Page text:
Under these rules, sharing this image here might be illegal. By the way, that wonderful little Adonis would be me. Normally I would believe that I have every right to decide if an image of me can be shared or not. But oddly, the law seems to believe that there is a gap, that separates me from my underage-me, that cannot be bridged. Somehow the image of me seems to be closer related to this earlier self of mine than me myself.

Wikipedia taught me that, for some time in the US – until the Supreme Court invalidated the law –, porn was considered child porn, when the actors looked too you. For instance, by dressing younger or having braided hair. Again, something that can not easily be explained with a certain victim in mind. It is as if the depiction of violence in Hollywood would not be seen fully different from the real violence it might refer to.

I am not writing about this, because I believe child pornography should be easily accessible. There is far too much suffering involved in these images for me to request that. But I find the way our society deals with these images very fascinating. There seems to be an odd power associated with images themselves. Even some people I was talking to, argued that the reason why these images are buried under so many layers of taboo, might stem from the “fact” that looking at them might tempt pedophiles into committing more of these horrendous acts. But this is the argument that is almost always been used. Violent computer games are supposed to bring you closer to the violent acts. Watching porn might make you a sexual pervert. And so on. I believe that watching sports on TV does not really help with your general fitness. Maybe on the contrary.

To be honest, so far, I have not put too much effort in researching the whole issue, but until this point, I don’t think I have encountered a study that supports the “fact” my friends were stating. Maybe there is extensive research done in this field that points to precisely this conclusion that I am just not aware of.

Sure, the issue that differentiates this topic from others, is that it is children we are talking about. Terrible things are done here to some of the most innocent members of our society. At least that is the wording that is normally been used. But almost all victims of crimes are innocent. So, how can a child that is been raped be more innocent than a woman that is been raped? Maybe cruelty towards children is something that creates easy political consent. Something I have learned through Bill Bryson is that the first organizations working against cruelty towards animals predate similar organizations against cruelty towards children by many decades. Just as a side note.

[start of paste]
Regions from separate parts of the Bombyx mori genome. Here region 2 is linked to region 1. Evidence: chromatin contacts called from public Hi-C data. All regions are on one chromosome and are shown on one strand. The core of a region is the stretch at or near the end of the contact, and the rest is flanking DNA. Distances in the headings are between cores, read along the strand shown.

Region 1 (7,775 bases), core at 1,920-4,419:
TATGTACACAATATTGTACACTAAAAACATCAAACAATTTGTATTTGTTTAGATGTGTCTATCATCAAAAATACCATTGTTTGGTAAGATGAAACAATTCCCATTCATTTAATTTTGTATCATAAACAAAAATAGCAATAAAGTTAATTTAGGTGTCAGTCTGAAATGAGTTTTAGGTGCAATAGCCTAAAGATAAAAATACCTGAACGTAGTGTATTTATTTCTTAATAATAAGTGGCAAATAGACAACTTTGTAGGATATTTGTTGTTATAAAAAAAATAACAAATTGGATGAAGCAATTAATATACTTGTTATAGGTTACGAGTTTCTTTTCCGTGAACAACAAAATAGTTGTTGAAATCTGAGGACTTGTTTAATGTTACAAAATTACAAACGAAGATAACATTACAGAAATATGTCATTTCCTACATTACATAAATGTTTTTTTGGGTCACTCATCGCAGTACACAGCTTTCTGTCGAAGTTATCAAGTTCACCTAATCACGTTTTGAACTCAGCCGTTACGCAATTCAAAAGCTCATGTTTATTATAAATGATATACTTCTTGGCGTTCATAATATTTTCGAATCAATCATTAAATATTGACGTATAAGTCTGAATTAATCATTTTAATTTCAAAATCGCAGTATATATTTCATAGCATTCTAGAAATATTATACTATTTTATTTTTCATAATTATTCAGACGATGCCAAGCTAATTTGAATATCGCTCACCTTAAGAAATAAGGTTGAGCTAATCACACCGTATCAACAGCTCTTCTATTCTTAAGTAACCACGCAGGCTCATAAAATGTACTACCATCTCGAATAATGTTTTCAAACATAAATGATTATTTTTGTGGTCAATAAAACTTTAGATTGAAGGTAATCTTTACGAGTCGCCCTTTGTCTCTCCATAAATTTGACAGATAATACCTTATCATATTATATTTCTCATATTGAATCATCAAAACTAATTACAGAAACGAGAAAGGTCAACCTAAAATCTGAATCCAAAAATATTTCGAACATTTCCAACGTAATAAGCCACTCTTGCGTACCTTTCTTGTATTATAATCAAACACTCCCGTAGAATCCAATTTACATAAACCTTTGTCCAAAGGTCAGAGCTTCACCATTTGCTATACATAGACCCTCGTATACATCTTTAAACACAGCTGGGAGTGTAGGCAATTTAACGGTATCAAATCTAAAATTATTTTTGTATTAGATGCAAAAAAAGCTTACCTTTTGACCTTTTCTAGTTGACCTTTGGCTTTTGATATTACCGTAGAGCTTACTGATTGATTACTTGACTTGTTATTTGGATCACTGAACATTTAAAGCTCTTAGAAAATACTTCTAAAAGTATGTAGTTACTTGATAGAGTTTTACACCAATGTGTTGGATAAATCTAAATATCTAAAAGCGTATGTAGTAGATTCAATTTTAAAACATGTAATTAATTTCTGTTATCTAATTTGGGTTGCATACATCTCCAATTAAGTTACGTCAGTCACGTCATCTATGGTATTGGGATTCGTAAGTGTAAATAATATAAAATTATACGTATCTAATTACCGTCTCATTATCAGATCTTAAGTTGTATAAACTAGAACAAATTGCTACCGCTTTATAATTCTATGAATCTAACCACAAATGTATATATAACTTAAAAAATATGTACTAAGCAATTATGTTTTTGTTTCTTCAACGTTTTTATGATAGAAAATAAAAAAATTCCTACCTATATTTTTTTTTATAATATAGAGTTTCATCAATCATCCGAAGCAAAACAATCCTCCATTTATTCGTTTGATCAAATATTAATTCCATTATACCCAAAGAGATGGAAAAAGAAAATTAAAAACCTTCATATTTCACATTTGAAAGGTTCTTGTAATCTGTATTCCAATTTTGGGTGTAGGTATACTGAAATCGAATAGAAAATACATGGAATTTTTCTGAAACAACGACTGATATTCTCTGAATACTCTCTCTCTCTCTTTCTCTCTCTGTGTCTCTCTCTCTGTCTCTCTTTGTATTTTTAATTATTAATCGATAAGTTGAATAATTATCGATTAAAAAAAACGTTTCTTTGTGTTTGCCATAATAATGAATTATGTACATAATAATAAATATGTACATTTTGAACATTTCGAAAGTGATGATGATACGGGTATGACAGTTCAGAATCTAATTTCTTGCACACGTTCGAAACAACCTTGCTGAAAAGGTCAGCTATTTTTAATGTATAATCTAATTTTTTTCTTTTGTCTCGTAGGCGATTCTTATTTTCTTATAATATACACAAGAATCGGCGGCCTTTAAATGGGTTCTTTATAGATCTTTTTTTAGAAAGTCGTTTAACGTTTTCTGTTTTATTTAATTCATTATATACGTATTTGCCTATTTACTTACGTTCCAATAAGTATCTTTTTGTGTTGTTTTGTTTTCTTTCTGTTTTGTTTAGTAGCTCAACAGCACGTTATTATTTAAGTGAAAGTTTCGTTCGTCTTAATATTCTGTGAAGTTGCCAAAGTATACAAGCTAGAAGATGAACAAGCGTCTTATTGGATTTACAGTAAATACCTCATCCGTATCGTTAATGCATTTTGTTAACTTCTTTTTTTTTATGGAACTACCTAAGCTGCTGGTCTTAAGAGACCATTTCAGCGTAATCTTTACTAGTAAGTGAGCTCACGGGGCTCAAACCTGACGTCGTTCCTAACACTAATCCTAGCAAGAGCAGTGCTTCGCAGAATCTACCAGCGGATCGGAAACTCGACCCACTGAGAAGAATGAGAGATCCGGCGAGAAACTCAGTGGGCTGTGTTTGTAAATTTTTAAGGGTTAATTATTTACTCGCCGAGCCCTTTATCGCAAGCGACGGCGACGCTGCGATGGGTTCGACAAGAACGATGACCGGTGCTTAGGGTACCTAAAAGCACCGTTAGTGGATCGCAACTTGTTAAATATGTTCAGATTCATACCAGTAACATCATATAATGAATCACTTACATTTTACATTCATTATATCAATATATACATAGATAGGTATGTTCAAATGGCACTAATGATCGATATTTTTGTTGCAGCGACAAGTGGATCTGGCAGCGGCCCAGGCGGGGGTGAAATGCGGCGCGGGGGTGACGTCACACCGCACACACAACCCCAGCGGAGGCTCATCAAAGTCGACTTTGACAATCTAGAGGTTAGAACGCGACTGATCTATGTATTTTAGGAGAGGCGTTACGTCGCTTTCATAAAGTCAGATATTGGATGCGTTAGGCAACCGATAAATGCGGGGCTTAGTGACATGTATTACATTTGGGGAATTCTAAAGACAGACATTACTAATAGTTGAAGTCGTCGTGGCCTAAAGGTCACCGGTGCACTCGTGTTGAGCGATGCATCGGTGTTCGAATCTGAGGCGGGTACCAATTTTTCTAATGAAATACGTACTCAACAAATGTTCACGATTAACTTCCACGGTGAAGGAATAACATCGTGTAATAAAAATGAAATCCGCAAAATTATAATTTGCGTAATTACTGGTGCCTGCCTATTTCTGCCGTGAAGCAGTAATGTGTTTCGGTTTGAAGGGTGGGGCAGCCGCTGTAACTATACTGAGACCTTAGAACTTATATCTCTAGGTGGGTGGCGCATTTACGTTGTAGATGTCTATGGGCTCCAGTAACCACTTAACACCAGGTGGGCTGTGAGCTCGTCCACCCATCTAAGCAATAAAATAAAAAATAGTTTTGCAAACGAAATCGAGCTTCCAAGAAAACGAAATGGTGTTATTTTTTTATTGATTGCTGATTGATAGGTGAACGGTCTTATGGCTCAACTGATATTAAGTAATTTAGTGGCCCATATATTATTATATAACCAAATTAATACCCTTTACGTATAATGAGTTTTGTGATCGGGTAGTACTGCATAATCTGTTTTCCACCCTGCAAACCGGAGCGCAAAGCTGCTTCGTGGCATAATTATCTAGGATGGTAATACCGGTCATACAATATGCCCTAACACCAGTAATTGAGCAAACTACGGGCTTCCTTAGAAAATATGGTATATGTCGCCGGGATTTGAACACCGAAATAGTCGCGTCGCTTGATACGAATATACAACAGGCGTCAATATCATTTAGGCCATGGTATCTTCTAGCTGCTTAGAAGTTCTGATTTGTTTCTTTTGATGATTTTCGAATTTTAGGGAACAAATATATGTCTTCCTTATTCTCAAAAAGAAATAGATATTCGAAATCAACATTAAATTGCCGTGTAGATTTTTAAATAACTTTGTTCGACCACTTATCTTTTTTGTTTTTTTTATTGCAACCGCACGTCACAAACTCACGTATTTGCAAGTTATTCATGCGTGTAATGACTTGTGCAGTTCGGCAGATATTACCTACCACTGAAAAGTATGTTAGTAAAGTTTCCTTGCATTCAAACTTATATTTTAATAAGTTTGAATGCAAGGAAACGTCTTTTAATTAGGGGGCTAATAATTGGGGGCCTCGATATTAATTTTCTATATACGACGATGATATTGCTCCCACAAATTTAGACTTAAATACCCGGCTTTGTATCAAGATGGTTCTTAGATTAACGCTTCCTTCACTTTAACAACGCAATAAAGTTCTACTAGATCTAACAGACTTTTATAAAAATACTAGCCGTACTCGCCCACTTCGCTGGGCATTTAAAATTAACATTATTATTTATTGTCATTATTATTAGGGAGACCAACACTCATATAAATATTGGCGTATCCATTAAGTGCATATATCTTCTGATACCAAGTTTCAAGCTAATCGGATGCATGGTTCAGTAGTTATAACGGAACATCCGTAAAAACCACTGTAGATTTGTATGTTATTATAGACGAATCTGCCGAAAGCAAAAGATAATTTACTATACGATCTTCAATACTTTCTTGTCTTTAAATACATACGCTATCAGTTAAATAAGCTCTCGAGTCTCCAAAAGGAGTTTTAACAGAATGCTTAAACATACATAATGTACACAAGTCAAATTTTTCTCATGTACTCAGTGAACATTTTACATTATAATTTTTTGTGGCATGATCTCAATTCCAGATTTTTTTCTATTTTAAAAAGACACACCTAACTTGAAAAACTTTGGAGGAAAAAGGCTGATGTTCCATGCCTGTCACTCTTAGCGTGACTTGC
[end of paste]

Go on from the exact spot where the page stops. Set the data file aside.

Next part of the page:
But to me that still does not fully explain the unique role images play in this very special field.

What bothers me though is the fact that this level of illegality keeps me from researching some topics I am quite interested in. Quite a few of my projects deal with visual environments at the fringes of our visual culture. Surveillance and terrorism, for instance, both react to the developments within the broader visual language, but remain somewhat distanced. The images terrorist groups use for their propaganda want to become as visible as possible, but society fights to keep them secret. On the other hand, the images that are the result of surveillance operations, very often try hard to remain inaccessible. This is a very simplified summary, but maybe child pornography is something of both worlds. It has its niche audience, for which it tries to be as accessible as possible, while at the same time it has to remain perfectly invisible.

So, what is the visual culture of child pornography? How does it develop over time? How do the perpetrators depict themselves? Since my uninformed idea is that these videos serve as a kind of perverted trophy, I would believe that part of the thrill comes from the self-representation of the preparators in these images. How do they do it? Do they pixelate themselves in certain ways to let everyone else know that they are the creator of a certain video? Do the use watermarks or logos?